Monday, July 02, 2007
Chanute Flood July 2, 2007
A friend sent us these pictures of the Chanute Flood ( where we live ). These were taken yesterday.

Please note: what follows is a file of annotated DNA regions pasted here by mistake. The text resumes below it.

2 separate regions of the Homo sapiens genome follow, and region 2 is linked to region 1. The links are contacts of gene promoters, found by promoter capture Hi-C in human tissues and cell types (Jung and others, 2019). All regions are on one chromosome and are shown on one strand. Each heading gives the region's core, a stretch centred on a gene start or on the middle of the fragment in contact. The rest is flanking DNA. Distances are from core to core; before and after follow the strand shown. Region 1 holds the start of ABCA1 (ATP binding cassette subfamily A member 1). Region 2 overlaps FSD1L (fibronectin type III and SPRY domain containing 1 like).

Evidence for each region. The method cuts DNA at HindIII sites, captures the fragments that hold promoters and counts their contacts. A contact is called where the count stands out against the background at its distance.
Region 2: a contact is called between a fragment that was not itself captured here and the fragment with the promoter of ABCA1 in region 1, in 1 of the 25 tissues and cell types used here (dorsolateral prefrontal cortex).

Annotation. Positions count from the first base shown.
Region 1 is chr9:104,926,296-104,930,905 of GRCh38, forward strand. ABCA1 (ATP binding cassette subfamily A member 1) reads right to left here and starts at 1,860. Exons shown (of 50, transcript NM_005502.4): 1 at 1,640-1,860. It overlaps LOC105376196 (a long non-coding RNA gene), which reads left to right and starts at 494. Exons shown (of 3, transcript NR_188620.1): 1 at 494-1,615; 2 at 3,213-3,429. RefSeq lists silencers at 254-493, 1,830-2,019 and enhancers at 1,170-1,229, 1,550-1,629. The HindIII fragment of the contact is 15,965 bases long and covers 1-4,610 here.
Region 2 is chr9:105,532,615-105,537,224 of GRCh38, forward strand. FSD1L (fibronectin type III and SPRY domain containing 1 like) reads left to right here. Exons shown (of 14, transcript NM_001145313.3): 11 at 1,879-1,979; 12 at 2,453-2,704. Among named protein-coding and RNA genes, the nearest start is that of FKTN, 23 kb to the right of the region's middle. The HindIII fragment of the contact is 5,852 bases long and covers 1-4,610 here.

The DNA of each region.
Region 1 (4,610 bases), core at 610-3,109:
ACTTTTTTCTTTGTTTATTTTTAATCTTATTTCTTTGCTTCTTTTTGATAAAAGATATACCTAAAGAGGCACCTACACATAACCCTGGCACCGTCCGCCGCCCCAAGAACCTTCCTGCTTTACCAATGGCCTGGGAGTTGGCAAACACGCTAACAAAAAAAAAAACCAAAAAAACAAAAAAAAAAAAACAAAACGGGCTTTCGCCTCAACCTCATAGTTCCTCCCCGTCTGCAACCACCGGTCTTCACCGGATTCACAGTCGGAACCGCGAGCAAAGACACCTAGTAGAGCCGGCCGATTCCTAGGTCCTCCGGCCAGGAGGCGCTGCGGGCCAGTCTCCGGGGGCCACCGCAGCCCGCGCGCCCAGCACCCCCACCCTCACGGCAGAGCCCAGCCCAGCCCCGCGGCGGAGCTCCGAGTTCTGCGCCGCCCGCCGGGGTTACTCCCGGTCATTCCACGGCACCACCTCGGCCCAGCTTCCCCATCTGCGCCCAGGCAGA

Extremely heavy rainfall from the end of June into early July caused flash flooding throughout Neosho County. The flash flooding and the ensuing river flooding resulted in roughly 100 homes being destroyed and another 50 sustaining major damage. This resulted in at least 10.5 million dollars in damages. An additional 1.5 million dollars in damage was reported public infrastructure. The Neosho River reached a record crest of 40.6 feet on the morning of July 2nd. This was 11.6 feet above flood stage. Major flooding was seen on the Neosho at Chanute when a crest of 36.82 feet was recorded on the morning of July 1st. The Neosho inundated the city of Chanute with some areas under as much as 7 to 8 feet of water. The river remained above flood stage at Chanute until July 4th and at Erie until July 5th.An upper level low pressure system and associated frontal boundary stalled across the area for several days, resulting in periods of numerous and widespread heavy showers and thunderstorms across portions of south-central and southeast Kansas from early on the 27th until July 1st. Phenomenal rainfall totals occurred during this period, ranging anywhere from 8 inches, to as much as 20 inches, heaviest across southeast Kansas. A few the most extreme and measured rainfall reports from June 28th - 30th were 18.29 inches at Fredonia, 12.47 inches at Independence, 11.70 inches at Iola, 9.18 inches at Chanute, 8.63 inches at Erie and 8.40 inches at Coffeyville. Excessive runoff produced widespread, catastrophic, record flooding across much of southeast Kansas, particularly in the vicinity of area rivers, streams and creeks. Hardest hit were the Verdigris and Fall Rivers, where record flooding was observed at Fall River, Independence and Coffeyville. The Neosho River was also hard hit with record flooding observed at Erie and major flooding observed at Chanute, Parsons and Oswego. Public, private and crop damage was extensive and at times severe. Hundreds to potentially a few thousand homes and businesses sustained severe flood damage, an incalculable number of roads were closed due to high water, and several bridges were either washed out or sustained damage. Thousands of acres of crops sustained severe damage. Thousands of miles of roads were damaged from the flood waters. Evacuations and water rescues were common, as several towns were for a time surrounded and/or engulfed by flood waters. Water became unsafe, as flood waters inundated water and sewage treatment plants. Thousands of residents were without power for an extended period of time. Several counties were declared federal disaster areas. Public and private damages likely exceeded hundreds of millions of dollars, but exact monetary values will be difficult to nearly impossible to determine. The flooding in Coffeyville enveloped the Coffeyville Resources Refinery. A malfunctioning pump lead to a 71,000 gallon crude oil spill into the Verdigris River, leaving an oily gunk on everything the oil touched, and contaminating the water for miles. One fatality occurred in Coffeyville, when a gentleman refused to evacuate his motel room, despite being warned twice by emergency officials of the impending flood.